This legal impact study was designed to determine if the alcohol-related crash experience changed with legislation which lowered the legal drinking age to 18. An effort was also made to find out if a statistically significant change in accident rates (if found) could be causally related to the legal change. The existence was investigated of plausible rival hypotheses which would challenge a casual relationship between the legal change and resulting changes in accident rates, and an investigation was made of the extent to which these can be controlled by design or analysis. Details are given of the study design in which two control groups and an experimental group were identified on the basis of legal posture, geographic distribution, data availability and demographic and social characteristics. Data definitions and analyses detailed. The analysis was performed in two steps which were designed to test the statistical significance of changes in magnitude of alochol-related crash frequencies and rates of young and old drivers, and to investigate the age-specific alcohol-related crash frequency distributions of young drivers before and after the effective dates of new legal drinking ages in the experimental states. The results are tabulated and discussed. Characteristics are set forth which must be considered in the prediction of the consequence of a lower drinking age on youth crash rates.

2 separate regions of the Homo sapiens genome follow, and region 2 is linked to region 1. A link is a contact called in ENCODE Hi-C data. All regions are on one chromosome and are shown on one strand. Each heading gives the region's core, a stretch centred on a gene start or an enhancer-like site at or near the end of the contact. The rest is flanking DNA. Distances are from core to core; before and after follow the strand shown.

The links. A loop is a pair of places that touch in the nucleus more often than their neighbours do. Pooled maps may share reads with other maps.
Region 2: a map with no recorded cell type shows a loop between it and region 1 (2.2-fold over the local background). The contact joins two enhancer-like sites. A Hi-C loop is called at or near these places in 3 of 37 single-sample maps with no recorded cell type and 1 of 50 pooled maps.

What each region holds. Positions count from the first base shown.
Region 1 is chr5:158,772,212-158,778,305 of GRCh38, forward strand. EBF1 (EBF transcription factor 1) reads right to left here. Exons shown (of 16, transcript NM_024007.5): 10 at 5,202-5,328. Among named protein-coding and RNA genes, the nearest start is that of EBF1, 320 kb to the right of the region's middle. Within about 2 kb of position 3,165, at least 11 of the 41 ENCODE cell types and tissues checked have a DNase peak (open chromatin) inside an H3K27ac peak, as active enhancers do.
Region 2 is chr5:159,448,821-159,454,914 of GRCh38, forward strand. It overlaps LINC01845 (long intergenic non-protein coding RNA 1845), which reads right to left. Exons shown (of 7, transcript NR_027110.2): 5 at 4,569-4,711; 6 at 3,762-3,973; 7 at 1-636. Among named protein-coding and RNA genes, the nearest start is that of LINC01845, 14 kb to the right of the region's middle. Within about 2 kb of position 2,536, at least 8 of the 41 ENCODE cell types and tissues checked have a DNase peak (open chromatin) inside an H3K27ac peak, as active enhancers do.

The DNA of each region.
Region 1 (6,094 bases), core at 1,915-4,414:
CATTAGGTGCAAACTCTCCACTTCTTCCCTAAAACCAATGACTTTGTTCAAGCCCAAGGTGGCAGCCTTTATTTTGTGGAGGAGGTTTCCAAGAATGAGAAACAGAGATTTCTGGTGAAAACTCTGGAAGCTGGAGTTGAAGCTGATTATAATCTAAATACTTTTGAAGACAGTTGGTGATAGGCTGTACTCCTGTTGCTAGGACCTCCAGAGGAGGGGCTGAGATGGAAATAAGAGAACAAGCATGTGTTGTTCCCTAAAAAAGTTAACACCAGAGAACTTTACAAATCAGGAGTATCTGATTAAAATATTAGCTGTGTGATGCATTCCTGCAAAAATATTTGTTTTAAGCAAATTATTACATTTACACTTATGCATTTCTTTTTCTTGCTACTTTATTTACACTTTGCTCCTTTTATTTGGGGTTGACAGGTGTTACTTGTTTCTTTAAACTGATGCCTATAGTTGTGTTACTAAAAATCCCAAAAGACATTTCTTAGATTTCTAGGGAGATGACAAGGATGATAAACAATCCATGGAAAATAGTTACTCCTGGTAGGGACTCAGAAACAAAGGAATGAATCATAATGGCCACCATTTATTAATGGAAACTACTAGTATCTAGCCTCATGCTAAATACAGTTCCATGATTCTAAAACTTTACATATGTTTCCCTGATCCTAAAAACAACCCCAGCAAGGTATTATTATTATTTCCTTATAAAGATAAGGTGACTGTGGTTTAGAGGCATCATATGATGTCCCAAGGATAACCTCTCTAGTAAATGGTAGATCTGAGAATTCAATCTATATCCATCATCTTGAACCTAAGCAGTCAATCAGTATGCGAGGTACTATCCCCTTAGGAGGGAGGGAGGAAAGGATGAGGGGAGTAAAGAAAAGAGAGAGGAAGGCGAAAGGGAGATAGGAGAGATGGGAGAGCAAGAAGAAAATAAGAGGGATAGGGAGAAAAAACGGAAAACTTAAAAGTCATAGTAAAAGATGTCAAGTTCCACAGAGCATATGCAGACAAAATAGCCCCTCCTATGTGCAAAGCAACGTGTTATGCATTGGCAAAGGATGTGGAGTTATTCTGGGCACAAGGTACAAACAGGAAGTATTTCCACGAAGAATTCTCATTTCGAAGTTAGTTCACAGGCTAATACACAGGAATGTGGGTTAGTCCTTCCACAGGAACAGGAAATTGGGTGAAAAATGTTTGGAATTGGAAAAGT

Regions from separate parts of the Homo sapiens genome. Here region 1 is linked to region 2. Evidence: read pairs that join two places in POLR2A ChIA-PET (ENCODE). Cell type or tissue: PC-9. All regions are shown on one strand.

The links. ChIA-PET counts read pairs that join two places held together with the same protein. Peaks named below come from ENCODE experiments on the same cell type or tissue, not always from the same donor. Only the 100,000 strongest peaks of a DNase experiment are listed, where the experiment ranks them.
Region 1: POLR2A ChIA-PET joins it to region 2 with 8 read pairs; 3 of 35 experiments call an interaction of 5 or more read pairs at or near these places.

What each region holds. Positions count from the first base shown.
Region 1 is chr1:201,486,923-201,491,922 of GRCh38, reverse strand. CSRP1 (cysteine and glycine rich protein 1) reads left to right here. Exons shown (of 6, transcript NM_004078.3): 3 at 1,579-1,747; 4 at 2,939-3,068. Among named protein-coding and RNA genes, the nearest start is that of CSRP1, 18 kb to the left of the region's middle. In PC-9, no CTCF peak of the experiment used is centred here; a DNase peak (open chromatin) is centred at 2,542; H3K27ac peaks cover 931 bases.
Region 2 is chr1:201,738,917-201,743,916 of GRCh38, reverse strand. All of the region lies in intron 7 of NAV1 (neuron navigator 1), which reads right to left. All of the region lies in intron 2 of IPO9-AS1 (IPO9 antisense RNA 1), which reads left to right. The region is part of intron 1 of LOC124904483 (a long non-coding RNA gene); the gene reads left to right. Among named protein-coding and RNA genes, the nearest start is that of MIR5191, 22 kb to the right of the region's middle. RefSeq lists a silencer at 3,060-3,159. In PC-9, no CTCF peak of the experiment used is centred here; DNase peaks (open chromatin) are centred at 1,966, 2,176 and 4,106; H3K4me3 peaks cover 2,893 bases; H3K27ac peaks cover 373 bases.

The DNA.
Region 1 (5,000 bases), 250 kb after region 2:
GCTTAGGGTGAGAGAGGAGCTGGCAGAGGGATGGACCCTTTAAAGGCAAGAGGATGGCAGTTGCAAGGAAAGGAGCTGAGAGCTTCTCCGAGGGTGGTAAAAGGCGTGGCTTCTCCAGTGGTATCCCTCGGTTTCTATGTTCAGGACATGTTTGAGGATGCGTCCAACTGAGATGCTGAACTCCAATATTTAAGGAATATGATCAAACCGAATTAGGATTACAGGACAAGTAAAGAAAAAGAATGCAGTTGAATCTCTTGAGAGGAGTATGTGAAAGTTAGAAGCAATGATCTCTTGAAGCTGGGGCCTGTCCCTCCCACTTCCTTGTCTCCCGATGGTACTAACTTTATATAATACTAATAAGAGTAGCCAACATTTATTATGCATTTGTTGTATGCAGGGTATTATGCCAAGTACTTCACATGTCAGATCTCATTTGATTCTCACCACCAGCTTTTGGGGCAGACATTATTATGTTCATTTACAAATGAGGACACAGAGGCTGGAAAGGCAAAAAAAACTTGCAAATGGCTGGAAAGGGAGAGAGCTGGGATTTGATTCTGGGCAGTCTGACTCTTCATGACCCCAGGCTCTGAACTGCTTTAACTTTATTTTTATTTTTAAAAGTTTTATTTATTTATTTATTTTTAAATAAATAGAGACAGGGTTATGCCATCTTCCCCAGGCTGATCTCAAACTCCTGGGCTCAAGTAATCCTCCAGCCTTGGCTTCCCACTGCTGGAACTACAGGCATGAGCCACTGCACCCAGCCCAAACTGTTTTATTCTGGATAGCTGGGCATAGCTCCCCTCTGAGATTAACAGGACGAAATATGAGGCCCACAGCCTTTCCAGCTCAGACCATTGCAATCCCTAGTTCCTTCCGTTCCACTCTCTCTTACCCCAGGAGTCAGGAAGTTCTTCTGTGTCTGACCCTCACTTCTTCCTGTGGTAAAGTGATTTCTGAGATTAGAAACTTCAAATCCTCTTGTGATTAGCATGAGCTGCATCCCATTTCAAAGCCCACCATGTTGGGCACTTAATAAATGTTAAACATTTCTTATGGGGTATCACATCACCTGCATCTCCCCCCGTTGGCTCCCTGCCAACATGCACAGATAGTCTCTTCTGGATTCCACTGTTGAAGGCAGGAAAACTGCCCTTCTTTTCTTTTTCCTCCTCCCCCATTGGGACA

Media Info

  • Features: Figures; Tables;
  • Pagination: 10 p.

Subject/Index Terms

Filing Info

  • Accession Number: 00260998
  • Record Type: Publication
  • Report/Paper Numbers: Final Rpt.
  • Files: TRIS, USDOT
  • Created Date: Oct 22 1974 12:00AM